WATFORD -- No one plans for their season to head in the direction of Alex Iwobi playing right wing back and being a creative fulcrum. When Farhad Moshiri took his money out of Arsenal and ploughed it into Everton six years ago his vision was probably not for his new club to grind their way to Premier League survival in early May using a team and system that surely won't last through the next preseason.
But with Everton's need as great as it is now, Frank Lampard has fathered something of real inventiveness and intrigue. The visitors may not have done enough to break through the Watford lines on a night when they seemed to conclude that one point was plenty in their pursuit of survival, but if anyone was going to break this game out of its torpor it was the Nigerian international.
On his own he created five chances, had 20 more touches than any other player in Blue and recovered possession 13 times, the most of anyone on the pitch. He did not stint in tracking the dangerous Samuel Kalu without the ball either. And when it came into his possession, his passes down the line gave Demarai Gray and Richarlison plenty to work with. He's been at his best in years gone by as something of a secondary creator, an accelerant to more ball-dominant attackers, but here he was the cornerstone of the few good things Everton did with and without the ball.
A repurposed left winger masquerading as Trent Alexander-Arnold is certainly not the career trajectory anyone who remembers Iwobi breaking through at Arsenal might have expected. It is equally fair to assume that few at Goodison Park bought him in the sincere belief that in a pinch he might be able to help cover for the problems on the right flank that have been apparent for some time.
But then, this is where Everton are for now, asking Lampard to eke just enough out of the hodgepodge of a squad at his disposal to keep them in the top tier for one more season. It is just about paying off. With a game in hand the Toffees are two points clear of a subsiding Leeds, a rather limp attacking display (Iwobi aside) going unpunished by a Watford side missing almost any player that could have realistically threatened Jordan Pickford's goal.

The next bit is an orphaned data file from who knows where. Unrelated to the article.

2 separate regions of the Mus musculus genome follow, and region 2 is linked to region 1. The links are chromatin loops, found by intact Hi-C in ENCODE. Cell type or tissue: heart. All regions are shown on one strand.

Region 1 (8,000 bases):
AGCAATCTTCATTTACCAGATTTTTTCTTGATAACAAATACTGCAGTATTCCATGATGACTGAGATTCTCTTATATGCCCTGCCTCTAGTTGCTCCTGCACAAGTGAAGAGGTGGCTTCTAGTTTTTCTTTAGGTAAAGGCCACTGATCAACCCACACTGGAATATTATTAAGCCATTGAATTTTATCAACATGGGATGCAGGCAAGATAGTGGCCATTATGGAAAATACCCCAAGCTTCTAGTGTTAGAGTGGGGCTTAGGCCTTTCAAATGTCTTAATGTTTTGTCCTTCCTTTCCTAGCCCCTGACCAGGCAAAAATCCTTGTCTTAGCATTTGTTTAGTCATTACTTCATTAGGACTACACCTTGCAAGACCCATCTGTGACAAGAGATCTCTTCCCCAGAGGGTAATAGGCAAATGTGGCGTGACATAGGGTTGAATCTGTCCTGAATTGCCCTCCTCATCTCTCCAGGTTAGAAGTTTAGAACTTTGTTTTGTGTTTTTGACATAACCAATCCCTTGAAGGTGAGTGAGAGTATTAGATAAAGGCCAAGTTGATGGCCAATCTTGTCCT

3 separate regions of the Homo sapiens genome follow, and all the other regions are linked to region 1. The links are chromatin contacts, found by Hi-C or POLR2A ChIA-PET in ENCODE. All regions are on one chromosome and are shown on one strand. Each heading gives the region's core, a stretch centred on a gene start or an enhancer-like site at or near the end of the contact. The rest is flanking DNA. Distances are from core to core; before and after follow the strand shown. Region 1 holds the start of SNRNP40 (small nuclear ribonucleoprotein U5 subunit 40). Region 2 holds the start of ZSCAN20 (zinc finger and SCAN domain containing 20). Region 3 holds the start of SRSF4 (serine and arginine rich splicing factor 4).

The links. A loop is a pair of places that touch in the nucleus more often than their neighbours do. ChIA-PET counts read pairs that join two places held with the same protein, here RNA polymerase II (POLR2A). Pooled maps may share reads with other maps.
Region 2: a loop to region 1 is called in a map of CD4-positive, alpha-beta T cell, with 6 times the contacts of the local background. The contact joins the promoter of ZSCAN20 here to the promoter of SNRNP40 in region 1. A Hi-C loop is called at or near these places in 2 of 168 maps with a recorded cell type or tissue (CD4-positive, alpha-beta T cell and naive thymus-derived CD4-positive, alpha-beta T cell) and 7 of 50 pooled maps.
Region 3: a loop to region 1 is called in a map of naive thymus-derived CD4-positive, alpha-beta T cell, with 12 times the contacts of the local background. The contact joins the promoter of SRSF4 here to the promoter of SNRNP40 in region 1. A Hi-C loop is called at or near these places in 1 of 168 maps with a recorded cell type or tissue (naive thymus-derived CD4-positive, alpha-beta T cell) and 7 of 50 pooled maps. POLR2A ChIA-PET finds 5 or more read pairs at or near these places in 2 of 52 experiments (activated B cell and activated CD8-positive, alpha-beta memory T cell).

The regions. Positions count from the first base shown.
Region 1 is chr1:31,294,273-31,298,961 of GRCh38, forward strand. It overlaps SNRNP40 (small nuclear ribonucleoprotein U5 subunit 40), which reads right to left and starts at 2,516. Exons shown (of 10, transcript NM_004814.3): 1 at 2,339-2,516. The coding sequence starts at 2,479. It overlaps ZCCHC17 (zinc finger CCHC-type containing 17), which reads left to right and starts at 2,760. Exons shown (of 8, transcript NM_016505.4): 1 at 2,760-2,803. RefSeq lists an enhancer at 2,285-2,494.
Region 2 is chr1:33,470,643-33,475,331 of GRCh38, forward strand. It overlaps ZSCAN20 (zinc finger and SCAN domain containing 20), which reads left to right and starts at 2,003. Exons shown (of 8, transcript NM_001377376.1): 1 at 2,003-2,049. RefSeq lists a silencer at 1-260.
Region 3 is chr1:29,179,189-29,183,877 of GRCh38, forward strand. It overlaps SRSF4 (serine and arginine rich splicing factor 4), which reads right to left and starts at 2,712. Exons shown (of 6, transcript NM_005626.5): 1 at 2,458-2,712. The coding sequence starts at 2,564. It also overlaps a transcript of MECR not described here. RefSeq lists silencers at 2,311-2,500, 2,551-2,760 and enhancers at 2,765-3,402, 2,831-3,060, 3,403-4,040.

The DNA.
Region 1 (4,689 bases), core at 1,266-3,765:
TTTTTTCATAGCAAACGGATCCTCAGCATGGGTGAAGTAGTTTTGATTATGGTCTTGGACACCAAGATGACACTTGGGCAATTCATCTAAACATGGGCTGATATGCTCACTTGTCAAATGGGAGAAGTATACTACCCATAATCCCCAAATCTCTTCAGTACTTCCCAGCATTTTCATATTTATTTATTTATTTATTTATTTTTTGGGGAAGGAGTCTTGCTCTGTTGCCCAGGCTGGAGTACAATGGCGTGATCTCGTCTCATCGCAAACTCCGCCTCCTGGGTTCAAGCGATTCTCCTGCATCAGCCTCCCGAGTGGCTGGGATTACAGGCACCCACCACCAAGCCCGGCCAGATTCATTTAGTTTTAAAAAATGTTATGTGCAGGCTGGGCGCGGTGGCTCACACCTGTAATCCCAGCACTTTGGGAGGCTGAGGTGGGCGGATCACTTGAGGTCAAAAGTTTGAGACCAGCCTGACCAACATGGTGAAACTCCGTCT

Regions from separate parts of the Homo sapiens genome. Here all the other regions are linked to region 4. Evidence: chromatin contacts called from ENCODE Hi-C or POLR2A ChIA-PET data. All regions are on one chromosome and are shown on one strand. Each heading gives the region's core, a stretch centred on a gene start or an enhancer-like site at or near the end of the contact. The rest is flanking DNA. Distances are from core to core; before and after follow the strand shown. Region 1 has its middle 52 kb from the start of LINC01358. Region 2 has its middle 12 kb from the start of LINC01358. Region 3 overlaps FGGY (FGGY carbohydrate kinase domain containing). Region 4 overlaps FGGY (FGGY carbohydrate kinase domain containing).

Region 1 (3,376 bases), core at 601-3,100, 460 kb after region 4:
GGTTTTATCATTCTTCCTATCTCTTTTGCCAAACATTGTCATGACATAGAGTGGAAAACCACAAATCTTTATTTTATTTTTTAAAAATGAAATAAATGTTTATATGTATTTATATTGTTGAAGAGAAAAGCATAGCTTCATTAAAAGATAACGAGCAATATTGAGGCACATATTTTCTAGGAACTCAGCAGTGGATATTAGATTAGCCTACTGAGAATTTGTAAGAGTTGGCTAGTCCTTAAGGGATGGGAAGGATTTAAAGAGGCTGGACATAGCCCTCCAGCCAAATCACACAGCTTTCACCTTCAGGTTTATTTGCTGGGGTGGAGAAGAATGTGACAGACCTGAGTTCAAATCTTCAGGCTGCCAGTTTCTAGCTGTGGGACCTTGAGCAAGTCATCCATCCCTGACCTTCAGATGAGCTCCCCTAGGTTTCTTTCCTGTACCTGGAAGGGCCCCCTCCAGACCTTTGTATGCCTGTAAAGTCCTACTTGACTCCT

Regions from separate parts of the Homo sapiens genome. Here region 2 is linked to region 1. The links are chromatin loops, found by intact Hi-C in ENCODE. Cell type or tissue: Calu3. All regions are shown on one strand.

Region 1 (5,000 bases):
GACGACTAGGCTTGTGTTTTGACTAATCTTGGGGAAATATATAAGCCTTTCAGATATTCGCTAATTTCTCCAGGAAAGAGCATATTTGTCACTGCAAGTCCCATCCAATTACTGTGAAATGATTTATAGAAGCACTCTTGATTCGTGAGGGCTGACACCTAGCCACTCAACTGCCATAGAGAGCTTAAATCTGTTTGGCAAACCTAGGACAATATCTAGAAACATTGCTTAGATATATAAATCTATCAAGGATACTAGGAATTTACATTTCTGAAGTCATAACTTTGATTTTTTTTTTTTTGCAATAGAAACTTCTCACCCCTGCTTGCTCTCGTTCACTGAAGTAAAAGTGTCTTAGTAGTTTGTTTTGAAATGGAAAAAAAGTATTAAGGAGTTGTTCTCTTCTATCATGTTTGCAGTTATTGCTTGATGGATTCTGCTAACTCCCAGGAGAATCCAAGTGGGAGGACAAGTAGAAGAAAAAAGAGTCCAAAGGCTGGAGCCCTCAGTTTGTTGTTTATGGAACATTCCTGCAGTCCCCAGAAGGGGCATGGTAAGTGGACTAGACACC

Everton did not do too much to ask questions of Ben Foster at the other end. There were flashes of something more expansive; twice around the hour mark Iwobi found Gray in good positions only for a heavy touch and an undercooked shot to put the opportunities to waste. To the delight of his former supporters, Richarlison's night was a frustrating one, much as his season has been, and his fellow former Hornet, Abdoulaye Doucoure, never looked like making a major impact on this game.
Better crosses from Anthony Gordon in injury time might have been enough for the visitors to nick a goal and all three points at the death but this will do, the blue flares that decorated the Vicarage Road pitch at full time expressing the relief of a fanbase who are beginning to believe this may not be a waking nightmare.
Unlike Roy Hodgson, who named three academy graduates on the bench, Lampard is not in a position to think about what he might do next season. His side's recent uptick in form has been based around tried and tested principles for getting out of a relegation scrap: tighten up as much as possible at the back and trust your players to nick one at the other end. Eleven points from six games is all the vindication this approach needs, but it does not hide the fact that major reconstructive surgery is needed at a time when Everton might struggle to pay for a quick facelift.
Fabian Delph has emerged as a solid anchoring option in midfield but is out of contract at the end of the season and has not come cheap. The rest of Lampard's options in those positions are a mishmash of players who work well as accoutrements to the main men, not building blocks around the team.